In every issue of WebMD the Magazine, we ask our experts to answer readers' questions about a wide range of topics. In our June 2012 issue, we asked WebMD's child care expert, Roy Benaroch, MD, if parents should still keep ipecac in case their child swallows a poison.
Q: I was always told to keep ipecac in the medicine cabinet. Now I hear I shouldn't. What changed?
With more recent horrifying headlines about heparin drug errors harming children — and even tragically taking the lives of two babies at a Texas hospital — WebMD recently sat down with Dennis and Kimberly Quaid.
How are their 10-month-old twins, Thomas Boone and Zoë Grace, doing today, now that almost a year has passed since the 11-day-olds were twice given a potentially lethal dose of the blood thinner? What worries the actor and his wife most about their future health? And what successes and ...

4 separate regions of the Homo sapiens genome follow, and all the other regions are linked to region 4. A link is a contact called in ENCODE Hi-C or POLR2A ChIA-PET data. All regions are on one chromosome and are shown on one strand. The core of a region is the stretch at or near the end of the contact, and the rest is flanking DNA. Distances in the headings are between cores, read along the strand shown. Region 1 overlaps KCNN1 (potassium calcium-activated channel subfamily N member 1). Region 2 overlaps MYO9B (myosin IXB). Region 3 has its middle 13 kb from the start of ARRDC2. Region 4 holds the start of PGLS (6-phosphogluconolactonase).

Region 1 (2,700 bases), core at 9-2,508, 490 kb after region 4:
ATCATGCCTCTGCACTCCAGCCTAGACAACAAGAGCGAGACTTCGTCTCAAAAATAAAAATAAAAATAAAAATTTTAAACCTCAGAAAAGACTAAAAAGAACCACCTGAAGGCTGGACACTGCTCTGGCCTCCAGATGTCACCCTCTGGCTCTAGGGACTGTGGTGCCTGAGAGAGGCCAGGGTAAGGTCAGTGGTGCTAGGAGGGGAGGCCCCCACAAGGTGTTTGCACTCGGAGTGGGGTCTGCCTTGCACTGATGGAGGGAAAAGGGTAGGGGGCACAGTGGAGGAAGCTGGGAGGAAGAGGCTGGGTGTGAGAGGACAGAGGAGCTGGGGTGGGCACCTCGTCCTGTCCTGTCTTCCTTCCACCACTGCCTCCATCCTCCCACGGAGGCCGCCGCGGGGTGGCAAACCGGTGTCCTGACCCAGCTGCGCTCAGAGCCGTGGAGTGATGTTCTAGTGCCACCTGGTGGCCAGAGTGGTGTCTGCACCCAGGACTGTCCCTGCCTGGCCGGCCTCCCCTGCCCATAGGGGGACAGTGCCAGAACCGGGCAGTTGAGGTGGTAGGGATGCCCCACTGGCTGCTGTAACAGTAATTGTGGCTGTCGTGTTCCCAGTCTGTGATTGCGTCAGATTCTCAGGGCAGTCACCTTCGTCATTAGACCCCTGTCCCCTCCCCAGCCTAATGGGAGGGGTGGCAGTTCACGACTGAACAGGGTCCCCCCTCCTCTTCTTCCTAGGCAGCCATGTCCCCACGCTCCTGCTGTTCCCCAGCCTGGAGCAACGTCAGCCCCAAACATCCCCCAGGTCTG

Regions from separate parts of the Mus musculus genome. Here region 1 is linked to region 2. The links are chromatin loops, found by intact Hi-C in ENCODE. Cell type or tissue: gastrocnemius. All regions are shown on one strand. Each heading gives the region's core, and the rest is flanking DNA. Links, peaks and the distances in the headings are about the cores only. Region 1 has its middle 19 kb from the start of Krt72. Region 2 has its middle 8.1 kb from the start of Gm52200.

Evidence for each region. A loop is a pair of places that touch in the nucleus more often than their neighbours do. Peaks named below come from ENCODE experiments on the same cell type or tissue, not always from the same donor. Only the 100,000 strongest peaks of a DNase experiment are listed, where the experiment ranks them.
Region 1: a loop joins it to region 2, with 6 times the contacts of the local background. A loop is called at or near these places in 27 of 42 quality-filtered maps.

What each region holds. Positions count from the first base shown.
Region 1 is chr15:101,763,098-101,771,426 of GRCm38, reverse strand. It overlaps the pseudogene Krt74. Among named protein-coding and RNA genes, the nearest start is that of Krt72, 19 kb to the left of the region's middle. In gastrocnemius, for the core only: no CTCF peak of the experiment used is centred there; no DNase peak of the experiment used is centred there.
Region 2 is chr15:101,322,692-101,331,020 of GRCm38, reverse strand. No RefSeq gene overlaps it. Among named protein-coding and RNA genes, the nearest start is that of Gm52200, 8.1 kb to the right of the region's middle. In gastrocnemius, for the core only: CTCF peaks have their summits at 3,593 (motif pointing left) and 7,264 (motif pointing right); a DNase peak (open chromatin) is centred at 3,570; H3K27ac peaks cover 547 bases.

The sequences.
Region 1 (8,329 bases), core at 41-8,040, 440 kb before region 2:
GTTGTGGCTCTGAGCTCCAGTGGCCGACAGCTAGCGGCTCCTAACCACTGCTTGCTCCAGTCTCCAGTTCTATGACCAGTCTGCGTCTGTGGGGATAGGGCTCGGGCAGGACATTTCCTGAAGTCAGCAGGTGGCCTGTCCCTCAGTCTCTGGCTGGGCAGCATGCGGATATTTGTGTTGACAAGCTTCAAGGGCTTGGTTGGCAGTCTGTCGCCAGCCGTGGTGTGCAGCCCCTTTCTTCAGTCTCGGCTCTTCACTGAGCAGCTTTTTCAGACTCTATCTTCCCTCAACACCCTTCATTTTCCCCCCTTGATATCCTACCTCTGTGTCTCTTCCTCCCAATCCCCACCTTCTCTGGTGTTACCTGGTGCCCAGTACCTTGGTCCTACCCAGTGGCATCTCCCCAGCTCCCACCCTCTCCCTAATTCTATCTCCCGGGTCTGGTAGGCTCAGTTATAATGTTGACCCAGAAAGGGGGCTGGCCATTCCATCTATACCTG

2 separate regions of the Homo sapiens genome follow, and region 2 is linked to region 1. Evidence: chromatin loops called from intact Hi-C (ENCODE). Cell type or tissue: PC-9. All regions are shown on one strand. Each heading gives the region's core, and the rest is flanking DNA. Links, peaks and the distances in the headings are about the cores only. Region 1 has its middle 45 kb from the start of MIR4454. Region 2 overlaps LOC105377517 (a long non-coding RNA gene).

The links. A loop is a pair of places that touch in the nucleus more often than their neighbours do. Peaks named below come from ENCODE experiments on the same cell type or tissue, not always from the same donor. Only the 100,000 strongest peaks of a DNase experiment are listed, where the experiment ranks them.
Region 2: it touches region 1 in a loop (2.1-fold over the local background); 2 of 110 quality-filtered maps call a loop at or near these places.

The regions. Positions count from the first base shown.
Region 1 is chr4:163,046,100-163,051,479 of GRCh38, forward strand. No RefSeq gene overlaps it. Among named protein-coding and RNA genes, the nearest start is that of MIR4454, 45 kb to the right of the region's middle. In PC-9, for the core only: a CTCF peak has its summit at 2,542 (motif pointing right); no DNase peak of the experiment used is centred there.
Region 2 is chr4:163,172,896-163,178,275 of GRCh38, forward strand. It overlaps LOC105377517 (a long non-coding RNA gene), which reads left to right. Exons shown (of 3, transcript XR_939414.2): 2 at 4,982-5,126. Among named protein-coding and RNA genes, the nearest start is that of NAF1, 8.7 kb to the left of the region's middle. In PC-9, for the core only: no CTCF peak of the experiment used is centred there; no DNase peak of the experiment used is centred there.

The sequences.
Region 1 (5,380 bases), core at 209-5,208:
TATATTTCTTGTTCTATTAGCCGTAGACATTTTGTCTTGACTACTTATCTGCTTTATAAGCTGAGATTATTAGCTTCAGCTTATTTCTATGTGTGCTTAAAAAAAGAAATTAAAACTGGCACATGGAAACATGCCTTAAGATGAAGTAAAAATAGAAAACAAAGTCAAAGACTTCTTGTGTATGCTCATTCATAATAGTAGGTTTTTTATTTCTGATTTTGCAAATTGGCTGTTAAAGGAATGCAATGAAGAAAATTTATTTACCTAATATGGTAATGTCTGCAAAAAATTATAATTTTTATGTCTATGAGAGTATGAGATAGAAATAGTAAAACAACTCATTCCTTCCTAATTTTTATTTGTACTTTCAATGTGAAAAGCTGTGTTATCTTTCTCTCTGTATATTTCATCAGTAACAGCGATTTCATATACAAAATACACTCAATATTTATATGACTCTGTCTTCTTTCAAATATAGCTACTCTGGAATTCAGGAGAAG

A: For decades, parents were advised to keep a bottle of ipecac on hand, just in case a child ingested something poisonous. Ipecac is a medication that will cause vomiting within 20 to 30 minutes, so the idea was that you could get your child to vomit up whatever he swallowed.
But you can and should toss your bottle, because doctors now know it's not wise to use in many cases. In the time it takes for ipecac to take effect, the poison can move out of the stomach and be absorbed in the bloodstream. And some kinds of poison (such as bleach or pool chemicals) may cause as much damage when they're vomited as when they're swallowed.
Most important, drinking ipecac may prevent E.R. physicians from using truly effective treatments, such as activated charcoal or medical antidotes, because the child may throw them up. In the case of suspected poisoning, write down who ingested what, when, and how much, and immediately call your local poison control center or the American Association of Poison Control Centers.